(Reuters) - Humza Yousaf, the man set to become Scotland's first Muslim leader after a bruising contest to replace Nicola Sturgeon, is an experienced minister who faces a tough task uniting the Scottish National Party around its independence bid.
Announced the winner in the race, which will see him become first minister in Scotland's semi-autonomous government, Yousaf will be the first Muslim to lead a country in Western Europe.
A close Sturgeon ally, he has been considered a continuity candidate, and his victory in the SNP's leadership vote signals that the party will not abandon its progressive policies.
He has however distanced himself from her planned route to independence, saying the party needs to get back to making the case for independence, rather than endlessly debating process.
He will also have to try to unify the party after a brutal leadership campaign that exposed divisions among the candidates over their approach to independence and social issues.
"We will be the generation that delivers independence for Scotland," Yousaf said in Edinburgh after the result.
"Where there are divisions to heal we must do so and do so quickly because we have a job to do and as a party we are at our strongest when we are united, and what unites is our shared goal of delivering independence for our nation."
Yousaf has said his faith is "not the basis on which I legislate" and that he supports equal marriage, following a row over the views of his main rival for the role, Kate Forbes.
He has also said he plans to challenge the UK government's decision to block a bill passed by the Scottish parliament that makes it easier for people to change their legal gender.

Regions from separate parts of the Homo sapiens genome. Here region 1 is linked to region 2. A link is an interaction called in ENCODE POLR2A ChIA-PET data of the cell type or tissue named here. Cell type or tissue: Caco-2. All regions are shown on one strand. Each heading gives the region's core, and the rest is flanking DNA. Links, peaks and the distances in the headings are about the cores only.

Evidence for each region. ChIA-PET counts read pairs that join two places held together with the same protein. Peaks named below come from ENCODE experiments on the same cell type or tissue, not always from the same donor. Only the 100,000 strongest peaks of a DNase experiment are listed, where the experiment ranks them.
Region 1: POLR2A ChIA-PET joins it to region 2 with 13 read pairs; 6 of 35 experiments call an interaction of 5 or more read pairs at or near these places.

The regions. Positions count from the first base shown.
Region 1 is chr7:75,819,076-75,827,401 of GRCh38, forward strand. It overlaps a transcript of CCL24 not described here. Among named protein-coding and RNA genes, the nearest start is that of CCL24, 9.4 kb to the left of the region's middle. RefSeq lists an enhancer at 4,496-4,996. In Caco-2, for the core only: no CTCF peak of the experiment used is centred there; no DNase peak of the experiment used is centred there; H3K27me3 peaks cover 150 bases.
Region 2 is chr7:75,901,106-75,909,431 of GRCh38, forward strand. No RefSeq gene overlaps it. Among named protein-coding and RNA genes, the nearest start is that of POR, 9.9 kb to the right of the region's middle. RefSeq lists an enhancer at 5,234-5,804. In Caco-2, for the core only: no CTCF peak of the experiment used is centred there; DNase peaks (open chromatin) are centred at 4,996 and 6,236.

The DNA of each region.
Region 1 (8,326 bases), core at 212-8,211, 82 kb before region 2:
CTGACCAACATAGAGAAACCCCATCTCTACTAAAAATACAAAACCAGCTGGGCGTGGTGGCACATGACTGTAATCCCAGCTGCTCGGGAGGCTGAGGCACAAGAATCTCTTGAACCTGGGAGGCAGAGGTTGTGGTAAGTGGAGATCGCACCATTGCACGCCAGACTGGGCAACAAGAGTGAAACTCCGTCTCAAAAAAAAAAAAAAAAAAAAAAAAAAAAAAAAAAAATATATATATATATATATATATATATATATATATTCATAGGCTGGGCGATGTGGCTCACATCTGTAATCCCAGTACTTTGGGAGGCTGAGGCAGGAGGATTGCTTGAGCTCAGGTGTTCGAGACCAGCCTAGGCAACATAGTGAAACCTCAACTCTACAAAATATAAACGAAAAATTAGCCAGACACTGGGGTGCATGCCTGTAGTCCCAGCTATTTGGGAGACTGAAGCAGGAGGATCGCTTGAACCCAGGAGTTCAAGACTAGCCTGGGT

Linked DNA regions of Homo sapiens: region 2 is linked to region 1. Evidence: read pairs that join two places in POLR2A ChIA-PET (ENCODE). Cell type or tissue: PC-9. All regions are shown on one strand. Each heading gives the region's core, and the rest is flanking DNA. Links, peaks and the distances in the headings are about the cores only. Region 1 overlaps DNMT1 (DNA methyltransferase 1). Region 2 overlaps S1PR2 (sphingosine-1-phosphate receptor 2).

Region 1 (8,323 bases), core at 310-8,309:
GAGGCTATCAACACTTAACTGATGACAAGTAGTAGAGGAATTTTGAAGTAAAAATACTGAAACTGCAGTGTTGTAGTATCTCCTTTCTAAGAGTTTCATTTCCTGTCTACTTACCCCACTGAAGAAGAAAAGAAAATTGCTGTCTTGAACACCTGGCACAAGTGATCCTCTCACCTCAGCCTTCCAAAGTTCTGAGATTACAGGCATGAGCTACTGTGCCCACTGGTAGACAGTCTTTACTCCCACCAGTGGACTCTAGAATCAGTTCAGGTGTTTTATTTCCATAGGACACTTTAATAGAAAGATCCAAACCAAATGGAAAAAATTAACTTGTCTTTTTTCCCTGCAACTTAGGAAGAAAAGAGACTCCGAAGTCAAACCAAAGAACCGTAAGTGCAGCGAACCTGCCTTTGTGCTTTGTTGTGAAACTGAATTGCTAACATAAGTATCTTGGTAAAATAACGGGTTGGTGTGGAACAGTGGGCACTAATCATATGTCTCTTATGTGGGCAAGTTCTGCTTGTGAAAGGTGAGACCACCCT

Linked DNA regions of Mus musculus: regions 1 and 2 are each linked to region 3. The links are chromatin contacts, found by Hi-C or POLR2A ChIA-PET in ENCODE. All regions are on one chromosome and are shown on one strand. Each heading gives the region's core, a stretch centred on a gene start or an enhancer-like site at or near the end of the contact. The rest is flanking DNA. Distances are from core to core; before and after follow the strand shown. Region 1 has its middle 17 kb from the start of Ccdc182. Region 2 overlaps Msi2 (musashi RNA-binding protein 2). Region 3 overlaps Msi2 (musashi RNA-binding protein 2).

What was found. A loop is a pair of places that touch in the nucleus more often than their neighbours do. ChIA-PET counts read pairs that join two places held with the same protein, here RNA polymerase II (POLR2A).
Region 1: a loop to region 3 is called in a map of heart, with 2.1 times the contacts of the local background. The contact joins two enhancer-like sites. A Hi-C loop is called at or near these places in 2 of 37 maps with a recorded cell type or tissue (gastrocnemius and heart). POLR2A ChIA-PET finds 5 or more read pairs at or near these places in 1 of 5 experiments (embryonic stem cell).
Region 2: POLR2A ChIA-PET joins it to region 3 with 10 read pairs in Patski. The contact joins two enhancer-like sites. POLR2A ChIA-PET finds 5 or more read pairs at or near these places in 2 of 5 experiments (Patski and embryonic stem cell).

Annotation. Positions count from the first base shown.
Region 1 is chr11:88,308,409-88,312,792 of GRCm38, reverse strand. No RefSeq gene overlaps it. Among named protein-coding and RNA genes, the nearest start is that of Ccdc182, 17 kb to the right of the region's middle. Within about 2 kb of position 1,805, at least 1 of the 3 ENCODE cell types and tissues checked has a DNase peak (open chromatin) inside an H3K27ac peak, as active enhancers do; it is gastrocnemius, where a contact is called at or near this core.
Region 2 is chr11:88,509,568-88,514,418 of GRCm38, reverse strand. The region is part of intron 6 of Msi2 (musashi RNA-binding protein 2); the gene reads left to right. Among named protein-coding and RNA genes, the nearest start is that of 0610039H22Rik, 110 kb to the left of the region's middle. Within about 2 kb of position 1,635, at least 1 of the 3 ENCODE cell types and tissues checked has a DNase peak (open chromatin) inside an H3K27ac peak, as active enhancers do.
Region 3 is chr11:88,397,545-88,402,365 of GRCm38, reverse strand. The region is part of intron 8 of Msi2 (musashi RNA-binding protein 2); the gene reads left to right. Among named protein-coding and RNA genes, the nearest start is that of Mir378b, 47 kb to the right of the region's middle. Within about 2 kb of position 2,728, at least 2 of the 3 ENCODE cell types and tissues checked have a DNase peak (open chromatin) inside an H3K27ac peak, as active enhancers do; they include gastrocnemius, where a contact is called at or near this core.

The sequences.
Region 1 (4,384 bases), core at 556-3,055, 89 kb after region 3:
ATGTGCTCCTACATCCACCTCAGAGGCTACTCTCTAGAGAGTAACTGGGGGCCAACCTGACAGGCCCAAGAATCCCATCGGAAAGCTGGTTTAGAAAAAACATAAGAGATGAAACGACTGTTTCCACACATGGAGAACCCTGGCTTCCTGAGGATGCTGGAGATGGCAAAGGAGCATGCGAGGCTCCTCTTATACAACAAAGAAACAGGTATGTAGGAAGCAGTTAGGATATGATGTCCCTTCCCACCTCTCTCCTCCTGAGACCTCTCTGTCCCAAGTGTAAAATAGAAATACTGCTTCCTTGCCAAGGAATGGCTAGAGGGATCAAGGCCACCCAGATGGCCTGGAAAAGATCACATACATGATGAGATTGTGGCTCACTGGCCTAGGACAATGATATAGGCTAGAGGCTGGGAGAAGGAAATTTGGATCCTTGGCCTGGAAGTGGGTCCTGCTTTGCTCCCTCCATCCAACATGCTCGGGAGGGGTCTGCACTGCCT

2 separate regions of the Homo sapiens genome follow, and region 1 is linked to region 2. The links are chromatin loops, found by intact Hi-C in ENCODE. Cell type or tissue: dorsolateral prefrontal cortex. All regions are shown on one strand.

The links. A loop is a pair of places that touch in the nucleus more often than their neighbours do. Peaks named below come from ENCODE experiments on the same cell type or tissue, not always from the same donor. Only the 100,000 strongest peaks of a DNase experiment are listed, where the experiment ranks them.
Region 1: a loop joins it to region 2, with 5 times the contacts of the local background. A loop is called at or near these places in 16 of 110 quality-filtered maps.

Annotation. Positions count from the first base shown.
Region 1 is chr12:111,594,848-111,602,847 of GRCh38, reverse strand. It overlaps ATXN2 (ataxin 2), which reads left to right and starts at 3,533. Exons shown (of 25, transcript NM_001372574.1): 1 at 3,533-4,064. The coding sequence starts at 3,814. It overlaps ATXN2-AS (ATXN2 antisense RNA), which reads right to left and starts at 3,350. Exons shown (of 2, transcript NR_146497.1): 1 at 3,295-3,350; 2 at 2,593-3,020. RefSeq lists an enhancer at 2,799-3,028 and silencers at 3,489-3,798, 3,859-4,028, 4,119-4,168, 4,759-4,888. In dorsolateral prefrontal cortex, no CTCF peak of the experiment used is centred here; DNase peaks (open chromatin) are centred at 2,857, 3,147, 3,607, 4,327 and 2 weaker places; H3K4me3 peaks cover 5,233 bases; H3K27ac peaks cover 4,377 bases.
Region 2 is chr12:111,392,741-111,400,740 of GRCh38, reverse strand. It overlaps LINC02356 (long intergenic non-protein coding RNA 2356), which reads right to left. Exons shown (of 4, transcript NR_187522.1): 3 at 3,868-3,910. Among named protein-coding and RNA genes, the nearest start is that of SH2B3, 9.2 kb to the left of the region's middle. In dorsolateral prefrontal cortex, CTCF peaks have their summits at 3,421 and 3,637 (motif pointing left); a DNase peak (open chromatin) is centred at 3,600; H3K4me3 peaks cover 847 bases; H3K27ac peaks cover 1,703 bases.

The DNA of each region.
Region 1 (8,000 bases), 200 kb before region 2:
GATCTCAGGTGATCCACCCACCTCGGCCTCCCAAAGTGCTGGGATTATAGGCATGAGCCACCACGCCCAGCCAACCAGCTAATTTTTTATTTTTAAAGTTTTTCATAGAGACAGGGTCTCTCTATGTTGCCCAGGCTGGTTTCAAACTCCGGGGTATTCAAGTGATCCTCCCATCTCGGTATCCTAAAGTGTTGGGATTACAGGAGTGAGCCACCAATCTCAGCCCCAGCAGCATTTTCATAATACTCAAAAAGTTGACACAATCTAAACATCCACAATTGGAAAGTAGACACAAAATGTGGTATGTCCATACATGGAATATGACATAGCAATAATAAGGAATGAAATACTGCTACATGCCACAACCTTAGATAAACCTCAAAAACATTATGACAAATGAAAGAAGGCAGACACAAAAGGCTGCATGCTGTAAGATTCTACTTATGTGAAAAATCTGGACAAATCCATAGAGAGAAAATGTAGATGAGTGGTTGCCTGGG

His progressive social views should preserve a deal with the Green Party to support the SNP government.
Born in Glasgow, the 37-year-old has a degree in politics from the University of Glasgow. After graduating he worked as an aide to a Member of the Scottish Parliament (MSP) before being elected an MSP himself in 2011.
His father is originally from Pakistan and came to Scotland in the 1960s, while his mother was born in Kenya to a family of South Asian descent. He has a child with his second wife and also a step-daughter.
A republican, Yousaf said an independent Scotland should look at ditching the monarchy, telling the National newspaper in an interview: "Let's absolutely, within the first five years, consider whether or not we should move away from having a monarchy into an elected head of state."
Yousaf was first appointed a junior minister in 2012, at the time the youngest person and first ethnic minority to be appointed to the Scottish government. He joined the cabinet in 2018 as Secretary for Justice and became health minister in May 2021.
Yousaf has come under fire for his record as health minister, with Audit Scotland saying last month the healthcare system was facing unprecedented challenges and the Scottish government needed to be more transparent about what progress is or is not being achieved.
It said the proportion of patients seen within the 4-hour target at Accident and Emergency departments was falling and hundreds of thousands of Scots were waiting for hospital procedures, outpatients appointments and diagnostic tests.
Yousaf said he would seek to deliver in government to earn the trust of the electorate, while he also looked to build a case for independence among the undecided.
"We've got more work - absolutely - to do to convince people," he said.
"We wouldn't be standing here if that wasn't the case."